The Dune Wars Lesser Tales

After a long delay, one of the Dune Wars Lesser Tales will soon be coming out as an ebook on Amazon. While parts of this work have previously found their way to this platform, the complete story will tie together loose ends and hopefully make for some enjoyable reading.

Though thought to have been extinct for hundreds of years, reports of a dragon have been circulating in a remote and secretive kingdom. Heroes from the great kingdoms of the age have tried and failed to battle the beast. Now an unlikely champion has emerged. He is the Dragon Hunter.


Padre

Mystic Encounter

Campfire, Ash, Wood Ash, Grilling, Firewood, Hot
Pixabay

The pair entered through glade into a clearing that was obscured by fog. At the centre there was a fire, the source of the the light that had led them that way. Seated at the fireside was a crone, tending the flames and occasionally tossing pinches of some herb into a boiling pot.

“Welcome Jan. Oh, and Oskar too,” she said with a gravelly voice.

The brothers stared at each other and then back to the mystic figure before them.

“Are you surprised that I know your names? Why, I have known who you were since you were lads. Your identity is no secret to me. In fact, I have been waiting for you. You certainly have taken your time to arrive,” she said with a low cackle.

“How . . .. Who?” Oskar stammered.

“That’s no interesting tale,” the crone responded. “Let us just say I knew your mother, and her mother as well.”

“And have we met you before? I am sorry, but I don’t recognise you,” Jan said.

“You have indeed, but you were but babes.”

“And you say you have been waiting for us?” Oskar asked.

“Why yes, for days now.” You really were rather foolish with that chest, if you you don’t mind me saying. It is a greedy guts, that one. But good to see you didn’t waste too much time on trying to get your coins back.”

“How . . .?” Jan began.

“It’s all in the pot, Lad. It’s all in the pot,” she said throwing another pinch into the bubbles. “Now, you are running late my dears, so you can’t dally. You need to go north to Ringstead, and look beneath the bridge. You will know what to do then,” she said emotionlessly.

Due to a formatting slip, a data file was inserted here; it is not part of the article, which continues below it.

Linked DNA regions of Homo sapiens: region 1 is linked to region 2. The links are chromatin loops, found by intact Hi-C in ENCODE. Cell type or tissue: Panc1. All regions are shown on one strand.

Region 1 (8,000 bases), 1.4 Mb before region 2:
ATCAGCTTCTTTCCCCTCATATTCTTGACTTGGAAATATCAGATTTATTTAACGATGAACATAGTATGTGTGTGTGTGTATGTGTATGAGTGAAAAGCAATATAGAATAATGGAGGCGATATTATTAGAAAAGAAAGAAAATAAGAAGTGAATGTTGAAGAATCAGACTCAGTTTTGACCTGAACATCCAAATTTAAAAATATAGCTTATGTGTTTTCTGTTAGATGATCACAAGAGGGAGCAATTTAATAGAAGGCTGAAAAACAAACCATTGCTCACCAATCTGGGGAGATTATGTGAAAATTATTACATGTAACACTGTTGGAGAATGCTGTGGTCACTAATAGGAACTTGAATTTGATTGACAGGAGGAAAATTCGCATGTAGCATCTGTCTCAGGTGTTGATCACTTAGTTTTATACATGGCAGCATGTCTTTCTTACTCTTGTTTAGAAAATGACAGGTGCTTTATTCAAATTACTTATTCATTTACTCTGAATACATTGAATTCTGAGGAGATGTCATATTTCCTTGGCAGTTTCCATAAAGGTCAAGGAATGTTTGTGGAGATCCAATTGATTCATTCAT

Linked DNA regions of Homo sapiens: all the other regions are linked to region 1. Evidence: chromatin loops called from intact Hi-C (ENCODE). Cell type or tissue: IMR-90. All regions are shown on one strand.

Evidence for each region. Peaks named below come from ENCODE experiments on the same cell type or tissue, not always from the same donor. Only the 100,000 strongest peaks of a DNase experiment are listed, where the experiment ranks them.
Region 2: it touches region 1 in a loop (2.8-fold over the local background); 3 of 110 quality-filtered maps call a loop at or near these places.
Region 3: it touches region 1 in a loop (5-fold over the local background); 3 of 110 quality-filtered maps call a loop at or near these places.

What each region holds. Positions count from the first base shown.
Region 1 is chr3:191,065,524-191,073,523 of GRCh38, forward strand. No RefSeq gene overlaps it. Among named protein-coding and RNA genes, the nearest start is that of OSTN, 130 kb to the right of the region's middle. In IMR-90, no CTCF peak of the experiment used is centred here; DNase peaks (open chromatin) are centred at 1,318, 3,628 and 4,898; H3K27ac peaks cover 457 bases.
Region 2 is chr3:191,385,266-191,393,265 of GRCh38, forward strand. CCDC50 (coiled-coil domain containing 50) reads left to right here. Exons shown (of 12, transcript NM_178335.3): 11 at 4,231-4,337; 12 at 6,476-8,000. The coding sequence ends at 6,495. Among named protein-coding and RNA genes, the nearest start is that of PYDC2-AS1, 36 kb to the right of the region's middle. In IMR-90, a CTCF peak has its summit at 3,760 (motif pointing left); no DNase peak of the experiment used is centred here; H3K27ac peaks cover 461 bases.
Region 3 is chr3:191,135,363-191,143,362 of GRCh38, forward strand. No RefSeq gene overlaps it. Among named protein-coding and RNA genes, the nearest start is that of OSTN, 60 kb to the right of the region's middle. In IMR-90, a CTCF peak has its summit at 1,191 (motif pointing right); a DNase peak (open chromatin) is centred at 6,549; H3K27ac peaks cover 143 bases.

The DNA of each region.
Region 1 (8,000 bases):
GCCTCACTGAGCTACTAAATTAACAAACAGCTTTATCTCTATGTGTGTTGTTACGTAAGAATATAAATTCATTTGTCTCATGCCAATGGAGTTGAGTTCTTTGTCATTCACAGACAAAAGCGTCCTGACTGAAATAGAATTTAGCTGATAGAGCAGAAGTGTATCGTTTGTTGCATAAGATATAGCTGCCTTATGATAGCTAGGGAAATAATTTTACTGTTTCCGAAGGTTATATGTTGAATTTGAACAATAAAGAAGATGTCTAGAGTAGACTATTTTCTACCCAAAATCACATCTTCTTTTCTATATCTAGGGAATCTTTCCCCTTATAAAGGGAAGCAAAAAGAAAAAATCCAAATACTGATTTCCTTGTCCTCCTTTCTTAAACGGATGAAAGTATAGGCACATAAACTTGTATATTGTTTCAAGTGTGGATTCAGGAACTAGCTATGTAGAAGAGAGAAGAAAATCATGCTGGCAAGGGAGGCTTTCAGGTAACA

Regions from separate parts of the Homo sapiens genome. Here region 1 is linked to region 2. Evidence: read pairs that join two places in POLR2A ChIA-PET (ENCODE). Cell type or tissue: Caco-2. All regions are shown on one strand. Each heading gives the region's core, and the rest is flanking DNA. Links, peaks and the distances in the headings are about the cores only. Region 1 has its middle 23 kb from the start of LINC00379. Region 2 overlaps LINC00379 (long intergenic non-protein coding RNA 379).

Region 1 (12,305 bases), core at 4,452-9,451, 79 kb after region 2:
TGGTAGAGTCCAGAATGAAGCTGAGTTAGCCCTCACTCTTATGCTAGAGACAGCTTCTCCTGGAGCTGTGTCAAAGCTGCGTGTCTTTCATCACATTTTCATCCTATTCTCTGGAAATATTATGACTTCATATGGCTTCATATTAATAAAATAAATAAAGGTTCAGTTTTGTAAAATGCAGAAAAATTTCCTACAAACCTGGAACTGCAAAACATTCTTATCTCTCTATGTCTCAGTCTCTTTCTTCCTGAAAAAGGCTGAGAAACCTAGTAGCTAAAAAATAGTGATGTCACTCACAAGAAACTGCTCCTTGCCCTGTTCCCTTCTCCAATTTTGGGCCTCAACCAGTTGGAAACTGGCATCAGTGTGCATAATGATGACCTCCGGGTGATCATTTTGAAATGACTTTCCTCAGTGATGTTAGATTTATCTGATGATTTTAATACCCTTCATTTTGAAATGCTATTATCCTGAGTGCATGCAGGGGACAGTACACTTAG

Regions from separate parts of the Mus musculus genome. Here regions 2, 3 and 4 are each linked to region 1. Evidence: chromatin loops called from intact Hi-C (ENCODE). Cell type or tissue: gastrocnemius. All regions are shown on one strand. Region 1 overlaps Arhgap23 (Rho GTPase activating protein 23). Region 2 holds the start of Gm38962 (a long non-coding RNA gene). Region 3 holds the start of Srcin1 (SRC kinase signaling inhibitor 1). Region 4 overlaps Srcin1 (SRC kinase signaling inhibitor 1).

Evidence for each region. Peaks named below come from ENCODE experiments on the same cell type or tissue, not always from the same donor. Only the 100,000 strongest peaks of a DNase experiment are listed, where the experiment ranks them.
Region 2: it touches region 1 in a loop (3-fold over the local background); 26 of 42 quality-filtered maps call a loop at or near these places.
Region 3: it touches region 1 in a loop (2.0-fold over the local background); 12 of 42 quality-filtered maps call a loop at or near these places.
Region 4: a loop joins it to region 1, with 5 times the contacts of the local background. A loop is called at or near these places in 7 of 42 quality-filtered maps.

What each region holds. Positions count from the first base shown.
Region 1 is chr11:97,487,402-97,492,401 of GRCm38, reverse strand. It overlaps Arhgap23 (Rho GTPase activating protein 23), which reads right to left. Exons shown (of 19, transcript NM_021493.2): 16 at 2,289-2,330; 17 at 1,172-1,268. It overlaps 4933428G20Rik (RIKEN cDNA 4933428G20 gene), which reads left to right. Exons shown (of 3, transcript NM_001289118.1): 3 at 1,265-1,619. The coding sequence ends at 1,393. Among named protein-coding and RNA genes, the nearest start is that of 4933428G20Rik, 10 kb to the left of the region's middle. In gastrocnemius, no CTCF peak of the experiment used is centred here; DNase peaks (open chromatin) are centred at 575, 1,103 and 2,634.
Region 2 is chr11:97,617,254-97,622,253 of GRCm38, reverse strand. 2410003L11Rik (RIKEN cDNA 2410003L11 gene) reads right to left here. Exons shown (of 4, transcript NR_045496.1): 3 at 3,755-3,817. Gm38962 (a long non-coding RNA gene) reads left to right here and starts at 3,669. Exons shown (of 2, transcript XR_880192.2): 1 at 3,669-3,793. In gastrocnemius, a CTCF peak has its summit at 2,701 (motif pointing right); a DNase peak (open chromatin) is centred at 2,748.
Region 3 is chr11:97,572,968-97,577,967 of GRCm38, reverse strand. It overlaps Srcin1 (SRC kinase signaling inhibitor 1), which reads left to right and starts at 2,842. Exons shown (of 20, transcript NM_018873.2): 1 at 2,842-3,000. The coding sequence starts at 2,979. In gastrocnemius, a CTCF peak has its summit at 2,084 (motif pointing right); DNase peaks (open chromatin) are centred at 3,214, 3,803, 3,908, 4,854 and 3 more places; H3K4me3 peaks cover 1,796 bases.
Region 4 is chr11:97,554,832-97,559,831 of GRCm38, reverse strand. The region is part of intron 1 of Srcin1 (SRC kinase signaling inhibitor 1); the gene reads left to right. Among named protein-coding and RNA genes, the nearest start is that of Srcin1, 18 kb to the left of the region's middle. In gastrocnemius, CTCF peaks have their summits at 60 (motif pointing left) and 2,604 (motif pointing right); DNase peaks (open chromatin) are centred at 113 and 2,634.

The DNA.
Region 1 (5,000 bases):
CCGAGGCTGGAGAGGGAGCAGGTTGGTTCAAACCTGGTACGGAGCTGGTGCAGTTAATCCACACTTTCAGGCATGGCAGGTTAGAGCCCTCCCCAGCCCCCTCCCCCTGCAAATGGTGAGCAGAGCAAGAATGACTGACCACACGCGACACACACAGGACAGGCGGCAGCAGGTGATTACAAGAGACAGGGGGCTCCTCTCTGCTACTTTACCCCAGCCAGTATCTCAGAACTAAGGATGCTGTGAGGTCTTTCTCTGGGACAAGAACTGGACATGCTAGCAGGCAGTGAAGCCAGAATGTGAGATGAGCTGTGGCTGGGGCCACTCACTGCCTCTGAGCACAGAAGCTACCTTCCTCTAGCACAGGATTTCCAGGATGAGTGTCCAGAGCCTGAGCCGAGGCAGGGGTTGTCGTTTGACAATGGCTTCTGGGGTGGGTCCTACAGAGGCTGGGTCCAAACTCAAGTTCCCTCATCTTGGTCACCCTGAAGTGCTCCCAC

“North?” Jan repeated with a puzzled tone. “We have just come from the north.”

“North,” the crone said again, and threw a handful of red powder into her pot. Suddenly their was a bust of steam, and then the clearing was bathed in sunlight and all that remained of the crone and her fire was a cold ring of ash.”

“North?” Oskar asked.

“North,” Jan said with a resigned tone.


Padre

Tuesday Writing Prompt Challenge: Use fire, mystic, and identity in prose or poetry

The Chest

brown wooden box
Jouwen Wang

It couldn’t really be called light.  It was more of a glow of energy, but its presence was real.  Oskar gestured to Jan to sweep around the chest, and the two would approach it from opposite sides at the same time. 

“On three,” Oskar mouthed, a command Jan acknowledged with nod.

At the count of three, Jan jerked the chest open from behind while Oskar steadied an arrow should something untoward emerge from the chest.

Nothing – there was nothing in the chest.  Its interior was dark and vacuous, yet the exterior of container continued to glow.

“What do you think?”  Jan asked.

“I’m not sure,” Oskar responded.  “It looks empty.”

Jan rifled through a pouch on his belt and withdrew a silver coin and tossed it into the chest.  It rolled around the bottom of the chest and came to a stop and fell over.  Suddenly a second silver coin appeared next to it.